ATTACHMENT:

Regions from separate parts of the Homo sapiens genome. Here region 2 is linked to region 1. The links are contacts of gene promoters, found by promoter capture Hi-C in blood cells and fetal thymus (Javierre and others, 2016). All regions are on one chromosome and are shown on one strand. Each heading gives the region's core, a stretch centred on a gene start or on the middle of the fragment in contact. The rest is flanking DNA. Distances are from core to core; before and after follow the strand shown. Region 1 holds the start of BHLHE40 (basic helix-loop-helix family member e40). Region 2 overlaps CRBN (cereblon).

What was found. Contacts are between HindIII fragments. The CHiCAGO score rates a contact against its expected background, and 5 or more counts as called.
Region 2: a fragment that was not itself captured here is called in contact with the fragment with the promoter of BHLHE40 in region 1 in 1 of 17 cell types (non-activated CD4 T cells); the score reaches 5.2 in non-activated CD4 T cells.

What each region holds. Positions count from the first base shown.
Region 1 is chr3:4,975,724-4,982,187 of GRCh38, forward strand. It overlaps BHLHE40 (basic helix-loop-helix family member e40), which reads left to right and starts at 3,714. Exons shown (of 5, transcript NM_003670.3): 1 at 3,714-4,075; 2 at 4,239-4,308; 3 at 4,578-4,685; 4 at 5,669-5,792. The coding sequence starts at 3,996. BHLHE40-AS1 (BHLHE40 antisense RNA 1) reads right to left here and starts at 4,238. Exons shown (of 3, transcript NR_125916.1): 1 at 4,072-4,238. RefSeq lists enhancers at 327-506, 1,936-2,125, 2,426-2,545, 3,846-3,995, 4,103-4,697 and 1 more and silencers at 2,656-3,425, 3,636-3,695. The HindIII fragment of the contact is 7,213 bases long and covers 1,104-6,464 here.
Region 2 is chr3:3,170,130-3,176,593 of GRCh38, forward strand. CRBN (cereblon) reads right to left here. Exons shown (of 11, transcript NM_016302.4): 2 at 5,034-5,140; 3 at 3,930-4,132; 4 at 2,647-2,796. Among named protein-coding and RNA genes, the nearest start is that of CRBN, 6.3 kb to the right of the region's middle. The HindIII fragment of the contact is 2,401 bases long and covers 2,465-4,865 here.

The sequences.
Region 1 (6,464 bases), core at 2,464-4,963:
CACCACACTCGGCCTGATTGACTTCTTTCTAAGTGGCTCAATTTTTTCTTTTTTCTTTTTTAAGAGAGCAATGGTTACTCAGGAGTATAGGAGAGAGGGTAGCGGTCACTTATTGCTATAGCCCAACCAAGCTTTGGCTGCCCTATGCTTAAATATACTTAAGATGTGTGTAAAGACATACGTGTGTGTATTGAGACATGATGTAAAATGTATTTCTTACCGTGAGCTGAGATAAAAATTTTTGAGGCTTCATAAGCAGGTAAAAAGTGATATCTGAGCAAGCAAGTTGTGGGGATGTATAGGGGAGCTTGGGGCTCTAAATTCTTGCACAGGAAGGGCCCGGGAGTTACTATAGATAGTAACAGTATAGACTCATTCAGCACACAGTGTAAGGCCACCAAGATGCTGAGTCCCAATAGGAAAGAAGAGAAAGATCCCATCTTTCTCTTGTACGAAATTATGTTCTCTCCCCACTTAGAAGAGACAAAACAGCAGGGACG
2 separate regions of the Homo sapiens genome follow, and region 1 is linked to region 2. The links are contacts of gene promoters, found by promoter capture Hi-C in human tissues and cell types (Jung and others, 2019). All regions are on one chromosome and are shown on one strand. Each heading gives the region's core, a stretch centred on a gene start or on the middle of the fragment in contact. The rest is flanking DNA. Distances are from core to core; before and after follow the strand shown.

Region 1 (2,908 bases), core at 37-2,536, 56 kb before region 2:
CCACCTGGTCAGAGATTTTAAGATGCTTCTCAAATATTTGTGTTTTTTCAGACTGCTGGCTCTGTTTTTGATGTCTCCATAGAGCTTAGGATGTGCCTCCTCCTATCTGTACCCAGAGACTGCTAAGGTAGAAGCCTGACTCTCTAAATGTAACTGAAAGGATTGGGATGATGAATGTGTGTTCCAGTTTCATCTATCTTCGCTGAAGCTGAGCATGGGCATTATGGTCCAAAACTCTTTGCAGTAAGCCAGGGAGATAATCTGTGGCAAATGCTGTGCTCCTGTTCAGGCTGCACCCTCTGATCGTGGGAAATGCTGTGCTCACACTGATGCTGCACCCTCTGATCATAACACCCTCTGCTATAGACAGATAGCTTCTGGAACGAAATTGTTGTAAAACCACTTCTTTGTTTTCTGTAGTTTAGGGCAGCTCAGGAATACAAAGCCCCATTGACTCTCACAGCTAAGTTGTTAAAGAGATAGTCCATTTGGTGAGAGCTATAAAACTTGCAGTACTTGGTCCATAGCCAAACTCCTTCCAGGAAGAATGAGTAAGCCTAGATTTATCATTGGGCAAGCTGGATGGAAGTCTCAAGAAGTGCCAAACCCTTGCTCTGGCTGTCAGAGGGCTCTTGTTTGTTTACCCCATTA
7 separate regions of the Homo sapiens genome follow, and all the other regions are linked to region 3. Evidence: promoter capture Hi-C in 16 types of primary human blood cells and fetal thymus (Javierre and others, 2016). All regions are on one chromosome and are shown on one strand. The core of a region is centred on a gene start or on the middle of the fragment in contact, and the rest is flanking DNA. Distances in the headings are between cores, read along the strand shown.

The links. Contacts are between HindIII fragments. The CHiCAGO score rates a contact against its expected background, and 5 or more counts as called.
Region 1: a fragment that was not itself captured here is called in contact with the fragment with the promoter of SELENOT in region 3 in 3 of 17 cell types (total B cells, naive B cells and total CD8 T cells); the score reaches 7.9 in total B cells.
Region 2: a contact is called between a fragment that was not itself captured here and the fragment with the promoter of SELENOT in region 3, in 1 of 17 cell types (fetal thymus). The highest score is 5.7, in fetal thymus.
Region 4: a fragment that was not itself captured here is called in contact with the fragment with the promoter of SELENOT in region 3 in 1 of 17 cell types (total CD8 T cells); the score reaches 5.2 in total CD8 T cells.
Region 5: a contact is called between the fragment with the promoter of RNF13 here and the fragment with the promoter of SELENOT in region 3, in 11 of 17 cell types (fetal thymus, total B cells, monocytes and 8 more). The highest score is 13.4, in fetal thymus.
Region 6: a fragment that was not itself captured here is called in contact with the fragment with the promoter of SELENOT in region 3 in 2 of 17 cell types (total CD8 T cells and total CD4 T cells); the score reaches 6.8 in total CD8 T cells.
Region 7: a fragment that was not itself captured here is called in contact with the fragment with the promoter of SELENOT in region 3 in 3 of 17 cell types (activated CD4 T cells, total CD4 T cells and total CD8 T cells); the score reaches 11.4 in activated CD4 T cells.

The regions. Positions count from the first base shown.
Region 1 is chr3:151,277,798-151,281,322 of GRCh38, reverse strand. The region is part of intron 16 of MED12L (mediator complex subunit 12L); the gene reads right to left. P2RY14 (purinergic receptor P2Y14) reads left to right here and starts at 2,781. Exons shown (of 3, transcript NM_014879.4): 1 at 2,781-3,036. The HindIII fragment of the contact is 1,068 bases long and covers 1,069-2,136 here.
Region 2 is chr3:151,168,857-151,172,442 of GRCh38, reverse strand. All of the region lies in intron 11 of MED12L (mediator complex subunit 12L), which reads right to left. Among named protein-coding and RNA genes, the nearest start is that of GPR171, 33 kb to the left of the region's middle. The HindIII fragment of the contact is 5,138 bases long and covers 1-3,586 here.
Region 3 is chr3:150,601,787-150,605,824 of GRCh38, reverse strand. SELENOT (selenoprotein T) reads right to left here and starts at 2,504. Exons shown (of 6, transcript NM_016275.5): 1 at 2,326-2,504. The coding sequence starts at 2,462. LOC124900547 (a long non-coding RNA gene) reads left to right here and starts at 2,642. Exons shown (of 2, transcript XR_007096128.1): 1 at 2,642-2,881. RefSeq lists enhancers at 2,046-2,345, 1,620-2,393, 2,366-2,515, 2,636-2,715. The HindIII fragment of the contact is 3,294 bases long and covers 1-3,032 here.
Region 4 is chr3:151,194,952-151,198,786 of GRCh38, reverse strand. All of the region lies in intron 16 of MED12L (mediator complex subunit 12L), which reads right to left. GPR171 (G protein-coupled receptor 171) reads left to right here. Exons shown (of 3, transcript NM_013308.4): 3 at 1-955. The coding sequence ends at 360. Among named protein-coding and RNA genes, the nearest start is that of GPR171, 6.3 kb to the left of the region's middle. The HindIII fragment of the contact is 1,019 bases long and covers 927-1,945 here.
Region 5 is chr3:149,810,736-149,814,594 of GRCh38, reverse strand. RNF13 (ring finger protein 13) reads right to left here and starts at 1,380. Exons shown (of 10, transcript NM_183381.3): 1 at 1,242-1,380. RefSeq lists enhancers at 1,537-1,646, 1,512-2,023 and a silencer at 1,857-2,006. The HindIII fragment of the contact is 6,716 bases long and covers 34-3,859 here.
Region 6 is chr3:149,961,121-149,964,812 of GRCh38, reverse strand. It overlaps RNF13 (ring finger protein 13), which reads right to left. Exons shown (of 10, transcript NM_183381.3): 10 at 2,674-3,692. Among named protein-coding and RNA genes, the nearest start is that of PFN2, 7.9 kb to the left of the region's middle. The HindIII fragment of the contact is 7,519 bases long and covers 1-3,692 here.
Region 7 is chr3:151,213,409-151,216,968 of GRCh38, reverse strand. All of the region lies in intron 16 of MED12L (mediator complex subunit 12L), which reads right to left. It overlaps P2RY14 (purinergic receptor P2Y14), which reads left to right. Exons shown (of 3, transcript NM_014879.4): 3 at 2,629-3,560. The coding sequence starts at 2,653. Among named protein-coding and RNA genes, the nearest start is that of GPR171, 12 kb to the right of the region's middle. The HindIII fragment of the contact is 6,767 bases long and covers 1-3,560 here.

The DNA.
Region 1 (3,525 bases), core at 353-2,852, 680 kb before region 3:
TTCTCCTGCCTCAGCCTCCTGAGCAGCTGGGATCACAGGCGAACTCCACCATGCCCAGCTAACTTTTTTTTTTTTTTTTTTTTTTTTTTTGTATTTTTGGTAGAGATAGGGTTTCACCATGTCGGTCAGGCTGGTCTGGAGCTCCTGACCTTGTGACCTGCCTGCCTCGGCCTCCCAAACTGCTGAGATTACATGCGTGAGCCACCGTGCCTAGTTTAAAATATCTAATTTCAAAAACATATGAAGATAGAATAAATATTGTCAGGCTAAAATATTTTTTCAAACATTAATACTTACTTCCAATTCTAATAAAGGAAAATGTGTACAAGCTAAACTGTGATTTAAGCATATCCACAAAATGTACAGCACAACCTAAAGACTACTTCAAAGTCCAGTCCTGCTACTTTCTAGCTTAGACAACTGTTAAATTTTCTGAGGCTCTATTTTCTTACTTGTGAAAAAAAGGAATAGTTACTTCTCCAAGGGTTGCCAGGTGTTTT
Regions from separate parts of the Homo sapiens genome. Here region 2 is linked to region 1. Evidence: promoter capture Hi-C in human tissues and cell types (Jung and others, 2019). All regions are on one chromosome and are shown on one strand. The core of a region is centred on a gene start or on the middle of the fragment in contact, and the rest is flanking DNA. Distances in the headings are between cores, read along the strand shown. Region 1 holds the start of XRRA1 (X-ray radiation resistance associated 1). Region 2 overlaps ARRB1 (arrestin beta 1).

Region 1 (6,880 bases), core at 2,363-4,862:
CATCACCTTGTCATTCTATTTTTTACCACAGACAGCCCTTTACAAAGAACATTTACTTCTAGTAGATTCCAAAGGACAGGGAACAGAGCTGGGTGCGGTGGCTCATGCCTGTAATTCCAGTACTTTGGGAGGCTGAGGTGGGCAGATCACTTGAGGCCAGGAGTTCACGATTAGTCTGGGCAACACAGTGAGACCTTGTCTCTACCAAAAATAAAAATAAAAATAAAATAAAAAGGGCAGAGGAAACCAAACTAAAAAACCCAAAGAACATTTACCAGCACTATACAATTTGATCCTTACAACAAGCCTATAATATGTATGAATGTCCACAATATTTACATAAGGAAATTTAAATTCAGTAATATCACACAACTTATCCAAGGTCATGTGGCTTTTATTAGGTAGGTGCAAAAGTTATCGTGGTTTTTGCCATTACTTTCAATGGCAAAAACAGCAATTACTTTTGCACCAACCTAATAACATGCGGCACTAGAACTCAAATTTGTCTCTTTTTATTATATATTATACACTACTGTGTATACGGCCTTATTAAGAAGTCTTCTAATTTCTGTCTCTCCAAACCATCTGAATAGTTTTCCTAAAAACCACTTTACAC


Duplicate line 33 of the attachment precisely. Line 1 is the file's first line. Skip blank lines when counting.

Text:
Region 1 (6,880 bases), core at 2,363-4,862: